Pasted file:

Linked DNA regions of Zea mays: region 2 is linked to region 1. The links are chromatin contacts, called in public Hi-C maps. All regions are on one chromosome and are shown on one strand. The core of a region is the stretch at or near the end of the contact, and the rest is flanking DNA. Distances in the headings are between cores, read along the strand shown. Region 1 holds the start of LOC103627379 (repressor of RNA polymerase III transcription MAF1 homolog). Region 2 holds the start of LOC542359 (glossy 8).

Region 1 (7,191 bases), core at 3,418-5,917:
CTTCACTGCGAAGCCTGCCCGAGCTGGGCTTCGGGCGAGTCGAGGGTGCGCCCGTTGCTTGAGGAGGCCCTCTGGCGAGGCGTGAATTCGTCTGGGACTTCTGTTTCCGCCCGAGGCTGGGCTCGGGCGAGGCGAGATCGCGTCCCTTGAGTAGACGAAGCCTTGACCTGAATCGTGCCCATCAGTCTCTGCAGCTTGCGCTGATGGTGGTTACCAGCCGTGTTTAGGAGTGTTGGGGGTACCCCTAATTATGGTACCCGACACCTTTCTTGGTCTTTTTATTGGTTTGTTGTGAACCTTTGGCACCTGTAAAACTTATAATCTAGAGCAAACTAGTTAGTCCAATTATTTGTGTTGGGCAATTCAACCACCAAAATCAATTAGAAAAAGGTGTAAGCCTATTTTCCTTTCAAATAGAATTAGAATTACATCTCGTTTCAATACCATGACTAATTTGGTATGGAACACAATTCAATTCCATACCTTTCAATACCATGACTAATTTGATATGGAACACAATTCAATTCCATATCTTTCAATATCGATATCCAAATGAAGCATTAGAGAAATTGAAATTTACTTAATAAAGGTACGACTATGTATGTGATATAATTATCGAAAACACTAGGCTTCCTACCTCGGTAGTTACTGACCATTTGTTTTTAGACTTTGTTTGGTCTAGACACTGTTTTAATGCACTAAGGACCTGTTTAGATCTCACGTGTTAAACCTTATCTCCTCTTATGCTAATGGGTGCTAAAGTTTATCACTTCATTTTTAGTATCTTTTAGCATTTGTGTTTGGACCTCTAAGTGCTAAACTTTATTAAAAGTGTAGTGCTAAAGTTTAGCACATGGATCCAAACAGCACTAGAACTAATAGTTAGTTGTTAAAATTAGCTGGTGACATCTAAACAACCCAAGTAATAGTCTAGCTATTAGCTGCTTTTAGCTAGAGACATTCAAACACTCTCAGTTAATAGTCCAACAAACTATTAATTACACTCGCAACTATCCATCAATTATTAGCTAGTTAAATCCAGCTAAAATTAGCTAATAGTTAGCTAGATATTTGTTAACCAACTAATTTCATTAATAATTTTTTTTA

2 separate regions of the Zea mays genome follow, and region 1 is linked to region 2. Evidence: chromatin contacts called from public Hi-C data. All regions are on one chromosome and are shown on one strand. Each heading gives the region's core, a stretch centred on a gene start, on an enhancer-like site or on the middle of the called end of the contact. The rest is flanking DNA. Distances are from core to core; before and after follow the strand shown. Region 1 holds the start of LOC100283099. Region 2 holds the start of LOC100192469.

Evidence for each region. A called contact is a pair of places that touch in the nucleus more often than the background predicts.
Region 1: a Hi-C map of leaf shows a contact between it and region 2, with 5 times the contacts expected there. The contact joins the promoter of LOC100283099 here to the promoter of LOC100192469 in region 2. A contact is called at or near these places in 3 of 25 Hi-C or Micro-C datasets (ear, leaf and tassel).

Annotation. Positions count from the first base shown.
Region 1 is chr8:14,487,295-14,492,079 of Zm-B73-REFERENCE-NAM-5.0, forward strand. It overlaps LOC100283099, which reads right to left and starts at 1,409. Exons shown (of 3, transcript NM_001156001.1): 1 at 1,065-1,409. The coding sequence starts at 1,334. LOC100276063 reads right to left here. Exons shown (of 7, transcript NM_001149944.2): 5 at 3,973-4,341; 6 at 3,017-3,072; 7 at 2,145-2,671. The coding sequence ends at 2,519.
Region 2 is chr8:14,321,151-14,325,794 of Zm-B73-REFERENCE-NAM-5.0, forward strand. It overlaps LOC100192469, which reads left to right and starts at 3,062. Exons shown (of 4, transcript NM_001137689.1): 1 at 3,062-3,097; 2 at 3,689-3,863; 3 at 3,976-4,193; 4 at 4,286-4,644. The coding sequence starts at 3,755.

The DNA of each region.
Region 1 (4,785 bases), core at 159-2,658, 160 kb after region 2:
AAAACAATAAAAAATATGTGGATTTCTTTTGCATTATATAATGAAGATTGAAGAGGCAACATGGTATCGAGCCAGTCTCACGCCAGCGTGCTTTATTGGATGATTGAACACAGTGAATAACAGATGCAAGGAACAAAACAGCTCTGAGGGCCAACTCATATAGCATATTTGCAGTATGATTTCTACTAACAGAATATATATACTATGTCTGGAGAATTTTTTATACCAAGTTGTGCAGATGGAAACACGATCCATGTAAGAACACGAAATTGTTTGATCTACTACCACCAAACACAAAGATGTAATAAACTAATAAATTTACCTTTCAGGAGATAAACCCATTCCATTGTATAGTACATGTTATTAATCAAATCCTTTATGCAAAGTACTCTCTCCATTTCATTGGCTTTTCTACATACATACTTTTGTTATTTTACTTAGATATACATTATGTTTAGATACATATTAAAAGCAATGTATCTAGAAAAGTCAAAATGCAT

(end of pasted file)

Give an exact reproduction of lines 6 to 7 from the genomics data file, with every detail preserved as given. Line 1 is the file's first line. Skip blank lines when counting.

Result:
Region 1: a Hi-C map of leaf shows a contact between it and region 2, with 5 times the contacts expected there. The contact joins the promoter of LOC100283099 here to the promoter of LOC100192469 in region 2. A contact is called at or near these places in 3 of 25 Hi-C or Micro-C datasets (ear, leaf and tassel).

Annotation. Positions count from the first base shown.